Works Full Orchestra Slava! A Political Overture (1977)
Leonard Bernstein met the cellist Mstislav "Slava" Rostropovich on a State Department sponsored tour with the New York Philharmonic to Russia in 1959. SLAVA! A Political Overture was premiered on October 11, 1977 as a part of Mstislav Rostropovich's inaugural concerts as music director of the National Symphony Orchestra.
Jack Gottlieb wrote in the program note for the premiere performance,
"The first theme of Slava! is a vaudevillian tune redolent of political campaign high jinks. Theme two, which prominently features the electric guitar, is a canonic tune in7/8 time (both themes based on songs from 1600 Pennsylvania Avenue). A very brief kind of development section follows, after which the two themes recur in reverse order. Near the end they are combined with a quotation (proclaimed by the ubiquitous trombones) from the "Coronation Scene" of Mussorgsky's Boris Godunov, where the chorus sings the Russian word slava! meaning "glory!" In this way, of course, the composer is paying an extra four-bar hoage to his friend Rostropovich.
The original version has a tape of election conventioneering. The recording session was held at a studio on the East Side of New York City, near the United Nations building, with LB, Michael Wager, Adolph Green, and Patrick O'Neal as orators who shout typical cliches: "If I am elected to this high office . . .," "The people of this nation are sick and tired . . .," "Never again shall we submit to . . .," "Permit me to quote the words of . . .", "I give you the next president. . . ." All of these slogans get lost in the roar and cheers of the crowd.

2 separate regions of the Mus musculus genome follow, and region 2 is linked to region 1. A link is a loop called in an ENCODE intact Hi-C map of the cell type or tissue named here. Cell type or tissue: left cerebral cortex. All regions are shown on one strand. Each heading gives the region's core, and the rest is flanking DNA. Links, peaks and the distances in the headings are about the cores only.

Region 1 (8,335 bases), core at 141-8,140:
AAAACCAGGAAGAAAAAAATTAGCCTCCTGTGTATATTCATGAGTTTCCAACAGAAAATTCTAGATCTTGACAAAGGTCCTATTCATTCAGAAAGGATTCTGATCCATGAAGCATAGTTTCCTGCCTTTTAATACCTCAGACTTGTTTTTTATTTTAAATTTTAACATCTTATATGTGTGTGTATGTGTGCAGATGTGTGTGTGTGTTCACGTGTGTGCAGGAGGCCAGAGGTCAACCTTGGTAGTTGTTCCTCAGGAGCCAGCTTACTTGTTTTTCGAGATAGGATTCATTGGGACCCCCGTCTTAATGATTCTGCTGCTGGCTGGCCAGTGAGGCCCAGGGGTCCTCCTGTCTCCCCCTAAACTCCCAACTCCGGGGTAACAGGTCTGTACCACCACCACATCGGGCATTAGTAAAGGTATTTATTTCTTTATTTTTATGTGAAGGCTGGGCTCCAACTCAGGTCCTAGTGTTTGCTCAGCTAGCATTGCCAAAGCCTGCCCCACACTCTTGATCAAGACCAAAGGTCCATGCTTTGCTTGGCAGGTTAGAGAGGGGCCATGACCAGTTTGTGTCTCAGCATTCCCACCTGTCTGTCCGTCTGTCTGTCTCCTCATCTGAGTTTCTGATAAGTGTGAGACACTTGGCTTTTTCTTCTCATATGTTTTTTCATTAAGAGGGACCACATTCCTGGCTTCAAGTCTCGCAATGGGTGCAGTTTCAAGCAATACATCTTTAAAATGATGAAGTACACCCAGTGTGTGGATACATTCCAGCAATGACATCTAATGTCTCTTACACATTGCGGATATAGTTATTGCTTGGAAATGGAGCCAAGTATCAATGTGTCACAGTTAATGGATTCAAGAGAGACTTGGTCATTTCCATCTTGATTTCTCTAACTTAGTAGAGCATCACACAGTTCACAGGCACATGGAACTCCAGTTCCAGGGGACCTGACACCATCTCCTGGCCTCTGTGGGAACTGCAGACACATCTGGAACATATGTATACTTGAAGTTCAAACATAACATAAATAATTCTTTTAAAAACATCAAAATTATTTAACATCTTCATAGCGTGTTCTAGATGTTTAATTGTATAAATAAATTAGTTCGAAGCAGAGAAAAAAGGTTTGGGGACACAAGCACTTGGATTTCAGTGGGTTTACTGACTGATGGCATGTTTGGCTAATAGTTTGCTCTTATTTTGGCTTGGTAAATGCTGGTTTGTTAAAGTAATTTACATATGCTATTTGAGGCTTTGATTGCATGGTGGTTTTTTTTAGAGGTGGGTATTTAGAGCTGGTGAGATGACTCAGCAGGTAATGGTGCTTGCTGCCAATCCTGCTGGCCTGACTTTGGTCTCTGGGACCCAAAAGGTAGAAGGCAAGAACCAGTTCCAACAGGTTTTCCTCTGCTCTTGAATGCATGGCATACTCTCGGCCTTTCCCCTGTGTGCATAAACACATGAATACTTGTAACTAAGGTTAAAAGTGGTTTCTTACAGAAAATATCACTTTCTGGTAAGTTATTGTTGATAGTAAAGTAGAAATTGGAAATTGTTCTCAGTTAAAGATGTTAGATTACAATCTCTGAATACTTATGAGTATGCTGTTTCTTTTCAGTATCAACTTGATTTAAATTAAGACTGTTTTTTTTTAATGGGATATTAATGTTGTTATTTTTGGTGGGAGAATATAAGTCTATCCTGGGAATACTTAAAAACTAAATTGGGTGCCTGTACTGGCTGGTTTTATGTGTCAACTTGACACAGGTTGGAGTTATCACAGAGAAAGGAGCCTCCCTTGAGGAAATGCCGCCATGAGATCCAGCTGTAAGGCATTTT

Although the composer has called this piece an overture, it has been found to be equally effective as the conclusion of a program, or even, if the occasion warrants, as an encore."
Dedicated to Rostropovich, the piece concludes with the musicians shouting "Slava!"
SLAVA! A Political Overture
for symphonic band (arranged by Clare Grundman)
Rostropovich plays at the Berlin Wall, 1989